Date of Award




Document Type


Degree Name

Doctor of Philosophy (PhD)


Department of Psychology


Behavioral Neuroscience

Content Description

1 online resource (iii, 46 pages) : illustrations.

Dissertation/Thesis Chair

Gordon G Gallup

Committee Members

Gordon G Gallup, Christine K Wagner, Robert A Rosellini


ADHD, Digit Ratios, Fetal Programming, Fitness, Fluctuating Asymmetry, Schizotypy, Stress (Psychology), Pregnancy, Stress (Physiology), Birth weight, Low, Fetal distress

Subject Categories

Biological Psychology | Evolution | Personality and Social Contexts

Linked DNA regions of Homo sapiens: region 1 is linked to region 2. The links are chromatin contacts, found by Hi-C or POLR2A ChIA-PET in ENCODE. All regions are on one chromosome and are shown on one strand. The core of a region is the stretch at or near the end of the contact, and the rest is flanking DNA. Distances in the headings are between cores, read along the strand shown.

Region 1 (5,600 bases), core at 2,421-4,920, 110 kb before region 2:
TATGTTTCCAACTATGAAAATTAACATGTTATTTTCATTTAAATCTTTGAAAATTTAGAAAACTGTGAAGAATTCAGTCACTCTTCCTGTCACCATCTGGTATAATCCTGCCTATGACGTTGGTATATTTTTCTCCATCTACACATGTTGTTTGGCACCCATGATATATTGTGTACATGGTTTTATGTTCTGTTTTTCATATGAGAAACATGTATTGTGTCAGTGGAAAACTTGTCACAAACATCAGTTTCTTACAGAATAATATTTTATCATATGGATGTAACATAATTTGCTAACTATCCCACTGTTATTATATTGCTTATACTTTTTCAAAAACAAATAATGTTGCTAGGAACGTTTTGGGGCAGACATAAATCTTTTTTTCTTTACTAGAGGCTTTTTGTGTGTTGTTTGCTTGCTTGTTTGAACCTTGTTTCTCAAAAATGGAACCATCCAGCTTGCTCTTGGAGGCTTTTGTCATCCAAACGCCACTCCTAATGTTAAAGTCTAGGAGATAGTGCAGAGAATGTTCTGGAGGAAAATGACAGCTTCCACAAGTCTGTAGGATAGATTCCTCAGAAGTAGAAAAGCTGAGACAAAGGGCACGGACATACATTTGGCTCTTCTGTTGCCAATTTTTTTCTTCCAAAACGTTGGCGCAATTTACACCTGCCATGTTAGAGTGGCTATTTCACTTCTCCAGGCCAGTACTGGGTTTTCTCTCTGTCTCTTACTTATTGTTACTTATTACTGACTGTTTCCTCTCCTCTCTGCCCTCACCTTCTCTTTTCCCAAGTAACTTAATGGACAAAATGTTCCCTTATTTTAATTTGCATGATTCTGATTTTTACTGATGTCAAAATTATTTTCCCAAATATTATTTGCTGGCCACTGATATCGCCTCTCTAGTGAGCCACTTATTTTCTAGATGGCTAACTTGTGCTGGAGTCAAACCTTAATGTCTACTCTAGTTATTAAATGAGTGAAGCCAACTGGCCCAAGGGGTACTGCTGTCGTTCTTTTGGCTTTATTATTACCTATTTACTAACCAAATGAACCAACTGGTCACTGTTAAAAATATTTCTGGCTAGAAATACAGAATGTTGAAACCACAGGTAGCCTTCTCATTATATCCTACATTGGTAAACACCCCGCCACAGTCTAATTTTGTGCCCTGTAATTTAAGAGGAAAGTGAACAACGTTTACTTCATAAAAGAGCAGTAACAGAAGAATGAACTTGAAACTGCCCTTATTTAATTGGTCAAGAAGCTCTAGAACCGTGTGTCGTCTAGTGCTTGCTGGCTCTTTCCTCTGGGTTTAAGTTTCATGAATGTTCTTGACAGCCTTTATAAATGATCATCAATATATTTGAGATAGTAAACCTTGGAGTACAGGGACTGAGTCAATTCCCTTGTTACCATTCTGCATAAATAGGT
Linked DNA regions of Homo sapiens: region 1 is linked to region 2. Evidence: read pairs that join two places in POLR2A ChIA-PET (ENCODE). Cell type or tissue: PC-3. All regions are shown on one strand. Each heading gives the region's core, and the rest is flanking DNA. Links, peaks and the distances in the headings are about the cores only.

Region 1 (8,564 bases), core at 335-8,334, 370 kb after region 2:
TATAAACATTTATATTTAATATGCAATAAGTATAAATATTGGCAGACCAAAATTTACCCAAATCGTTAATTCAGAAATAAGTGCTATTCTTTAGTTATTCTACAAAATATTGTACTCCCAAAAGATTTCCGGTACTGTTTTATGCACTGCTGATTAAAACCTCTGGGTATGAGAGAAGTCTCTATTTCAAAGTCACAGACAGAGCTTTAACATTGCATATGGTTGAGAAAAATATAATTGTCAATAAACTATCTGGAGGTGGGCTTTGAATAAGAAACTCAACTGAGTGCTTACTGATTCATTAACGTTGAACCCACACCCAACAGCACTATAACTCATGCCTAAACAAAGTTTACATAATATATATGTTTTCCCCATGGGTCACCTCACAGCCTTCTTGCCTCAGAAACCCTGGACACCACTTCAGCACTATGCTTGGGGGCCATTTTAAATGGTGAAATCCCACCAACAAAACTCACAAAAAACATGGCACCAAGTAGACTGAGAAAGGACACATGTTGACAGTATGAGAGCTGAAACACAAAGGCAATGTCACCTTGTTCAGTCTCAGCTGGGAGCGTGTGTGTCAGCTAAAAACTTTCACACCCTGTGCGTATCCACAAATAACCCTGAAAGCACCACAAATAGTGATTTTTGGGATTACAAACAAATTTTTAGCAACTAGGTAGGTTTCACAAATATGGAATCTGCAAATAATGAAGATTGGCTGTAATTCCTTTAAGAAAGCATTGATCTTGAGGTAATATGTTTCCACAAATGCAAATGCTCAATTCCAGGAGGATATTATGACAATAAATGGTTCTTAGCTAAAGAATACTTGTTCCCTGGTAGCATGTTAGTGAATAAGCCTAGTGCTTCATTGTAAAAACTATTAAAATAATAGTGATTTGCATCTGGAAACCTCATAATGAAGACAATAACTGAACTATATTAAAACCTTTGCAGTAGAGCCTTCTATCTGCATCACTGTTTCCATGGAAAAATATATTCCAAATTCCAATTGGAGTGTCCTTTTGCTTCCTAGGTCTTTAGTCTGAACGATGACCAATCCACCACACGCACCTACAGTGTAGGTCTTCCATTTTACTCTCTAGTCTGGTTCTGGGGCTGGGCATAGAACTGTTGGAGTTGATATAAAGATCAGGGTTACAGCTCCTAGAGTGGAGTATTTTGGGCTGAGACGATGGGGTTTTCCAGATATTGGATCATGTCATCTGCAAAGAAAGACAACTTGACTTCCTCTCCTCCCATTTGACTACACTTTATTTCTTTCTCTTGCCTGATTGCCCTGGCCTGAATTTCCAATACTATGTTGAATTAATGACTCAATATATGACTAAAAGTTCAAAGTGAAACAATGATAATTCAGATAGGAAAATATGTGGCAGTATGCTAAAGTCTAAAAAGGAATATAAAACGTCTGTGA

Events during early development can have long-term effects on physiology and behavior. While extreme developmental stress is known to be associated with a variety of behavioral problems, it is less well understood how milder stress may affect behavior, personality, and reproductive success. This research project assessed a variety of behavioral dimensions in a college age sample, while assessing early development using size at birth, fluctuating asymmetry, and retrospective surveys. Maternal stress during pregnancy was found to reduce adolescent growth spurts and adult handgrip strength in the offspring. In males, lower birth weights were associated with higher scores of impulsivity and inattention, and higher, more feminine, digit ratios. In females, higher scores of impulsivity and inattention were associated with an increased number of sexual partners. More impulsive women also had lower levels of fluctuating asymmetry. Men with large adult bodies and strong handgrips tended to score higher in schizotypy and report more sexual partners. A significant interaction was found between size and schizotypy in predicting number of sexual partners. Men with large bodies, big heads, and strong handgrips who also scored high in schizotypy tended to report a particularly high number of sexual partners. These results confirm that early development can significantly affect physiology and behavior even when levels of stress or under-nutrition are relatively mild. Adult sexual behaviors and attitudes can be affected by these early changes in ways that may enhance or hinder reproductive fitness. This study also identifies adult morphology as playing a critical role in the relationship between schizotypy and reproductive success in men.